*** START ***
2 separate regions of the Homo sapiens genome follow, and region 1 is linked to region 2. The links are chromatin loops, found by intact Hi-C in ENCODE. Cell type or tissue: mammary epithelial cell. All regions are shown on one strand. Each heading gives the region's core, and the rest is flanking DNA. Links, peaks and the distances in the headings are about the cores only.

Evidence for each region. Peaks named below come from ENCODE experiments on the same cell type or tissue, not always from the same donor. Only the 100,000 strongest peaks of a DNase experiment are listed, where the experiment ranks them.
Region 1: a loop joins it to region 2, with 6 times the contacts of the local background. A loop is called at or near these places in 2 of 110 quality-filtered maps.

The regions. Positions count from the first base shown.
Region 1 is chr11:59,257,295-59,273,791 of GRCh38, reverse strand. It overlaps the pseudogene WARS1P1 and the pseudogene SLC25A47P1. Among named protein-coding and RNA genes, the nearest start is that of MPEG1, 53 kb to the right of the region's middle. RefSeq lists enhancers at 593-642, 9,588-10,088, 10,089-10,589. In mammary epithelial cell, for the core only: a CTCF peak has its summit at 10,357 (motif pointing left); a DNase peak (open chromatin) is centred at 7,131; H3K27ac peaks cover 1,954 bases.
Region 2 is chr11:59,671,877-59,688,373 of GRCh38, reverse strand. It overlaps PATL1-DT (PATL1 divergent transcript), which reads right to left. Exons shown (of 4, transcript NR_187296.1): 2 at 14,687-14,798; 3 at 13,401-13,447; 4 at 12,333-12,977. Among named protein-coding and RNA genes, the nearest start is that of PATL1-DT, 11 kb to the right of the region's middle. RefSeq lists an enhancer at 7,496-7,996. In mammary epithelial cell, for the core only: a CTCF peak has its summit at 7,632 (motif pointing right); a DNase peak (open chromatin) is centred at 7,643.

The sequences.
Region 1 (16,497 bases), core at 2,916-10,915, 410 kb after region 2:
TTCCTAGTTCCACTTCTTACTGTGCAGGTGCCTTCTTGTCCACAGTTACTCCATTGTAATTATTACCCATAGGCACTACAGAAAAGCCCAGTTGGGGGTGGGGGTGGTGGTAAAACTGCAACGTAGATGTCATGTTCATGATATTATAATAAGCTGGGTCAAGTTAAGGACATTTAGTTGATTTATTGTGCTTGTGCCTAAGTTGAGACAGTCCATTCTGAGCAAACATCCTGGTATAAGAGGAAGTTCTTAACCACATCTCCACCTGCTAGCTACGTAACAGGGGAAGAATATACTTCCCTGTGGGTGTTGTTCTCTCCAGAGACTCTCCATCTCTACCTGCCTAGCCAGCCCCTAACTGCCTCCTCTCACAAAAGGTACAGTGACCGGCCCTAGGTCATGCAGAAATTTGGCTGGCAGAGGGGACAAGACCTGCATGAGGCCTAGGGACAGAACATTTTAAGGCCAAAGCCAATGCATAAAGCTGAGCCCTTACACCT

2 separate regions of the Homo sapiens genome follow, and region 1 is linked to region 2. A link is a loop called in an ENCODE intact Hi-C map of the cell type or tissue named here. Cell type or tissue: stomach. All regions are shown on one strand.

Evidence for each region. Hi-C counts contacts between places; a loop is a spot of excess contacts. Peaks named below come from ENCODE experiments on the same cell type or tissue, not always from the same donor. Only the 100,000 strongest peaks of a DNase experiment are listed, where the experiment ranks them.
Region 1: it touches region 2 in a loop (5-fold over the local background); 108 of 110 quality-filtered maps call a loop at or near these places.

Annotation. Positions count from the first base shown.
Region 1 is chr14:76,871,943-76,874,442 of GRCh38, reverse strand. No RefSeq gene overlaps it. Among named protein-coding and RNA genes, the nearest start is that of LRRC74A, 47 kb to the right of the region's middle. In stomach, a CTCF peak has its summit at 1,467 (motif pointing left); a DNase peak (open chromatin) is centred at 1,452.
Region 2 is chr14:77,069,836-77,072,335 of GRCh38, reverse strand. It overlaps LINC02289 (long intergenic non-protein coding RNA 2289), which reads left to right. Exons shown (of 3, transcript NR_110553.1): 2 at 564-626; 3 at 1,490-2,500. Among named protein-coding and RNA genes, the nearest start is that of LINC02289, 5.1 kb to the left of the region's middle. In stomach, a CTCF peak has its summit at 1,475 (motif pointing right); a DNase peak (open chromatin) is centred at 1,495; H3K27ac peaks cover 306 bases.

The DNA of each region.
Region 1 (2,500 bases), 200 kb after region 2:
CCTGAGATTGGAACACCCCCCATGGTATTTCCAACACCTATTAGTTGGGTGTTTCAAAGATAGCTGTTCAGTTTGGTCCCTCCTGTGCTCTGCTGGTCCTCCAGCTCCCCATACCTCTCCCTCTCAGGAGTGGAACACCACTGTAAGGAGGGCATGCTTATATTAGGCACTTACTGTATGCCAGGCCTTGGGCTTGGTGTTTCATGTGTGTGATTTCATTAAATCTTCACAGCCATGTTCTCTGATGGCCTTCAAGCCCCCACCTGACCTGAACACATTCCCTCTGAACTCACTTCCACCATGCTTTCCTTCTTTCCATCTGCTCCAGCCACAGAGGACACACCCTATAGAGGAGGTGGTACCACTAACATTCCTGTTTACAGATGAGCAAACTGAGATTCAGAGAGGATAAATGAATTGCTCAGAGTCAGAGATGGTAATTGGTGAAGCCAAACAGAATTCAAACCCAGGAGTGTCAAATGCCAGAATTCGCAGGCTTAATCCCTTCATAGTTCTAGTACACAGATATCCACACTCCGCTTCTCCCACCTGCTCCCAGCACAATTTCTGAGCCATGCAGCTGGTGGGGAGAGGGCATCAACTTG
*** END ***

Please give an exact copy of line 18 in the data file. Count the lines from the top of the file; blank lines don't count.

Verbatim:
CCTGAGATTGGAACACCCCCCATGGTATTTCCAACACCTATTAGTTGGGTGTTTCAAAGATAGCTGTTCAGTTTGGTCCCTCCTGTGCTCTGCTGGTCCTCCAGCTCCCCATACCTCTCCCTCTCAGGAGTGGAACACCACTGTAAGGAGGGCATGCTTATATTAGGCACTTACTGTATGCCAGGCCTTGGGCTTGGTGTTTCATGTGTGTGATTTCATTAAATCTTCACAGCCATGTTCTCTGATGGCCTTCAAGCCCCCACCTGACCTGAACACATTCCCTCTGAACTCACTTCCACCATGCTTTCCTTCTTTCCATCTGCTCCAGCCACAGAGGACACACCCTATAGAGGAGGTGGTACCACTAACATTCCTGTTTACAGATGAGCAAACTGAGATTCAGAGAGGATAAATGAATTGCTCAGAGTCAGAGATGGTAATTGGTGAAGCCAAACAGAATTCAAACCCAGGAGTGTCAAATGCCAGAATTCGCAGGCTTAATCCCTTCATAGTTCTAGTACACAGATATCCACACTCCGCTTCTCCCACCTGCTCCCAGCACAATTTCTGAGCCATGCAGCTGGTGGGGAGAGGGCATCAACTTG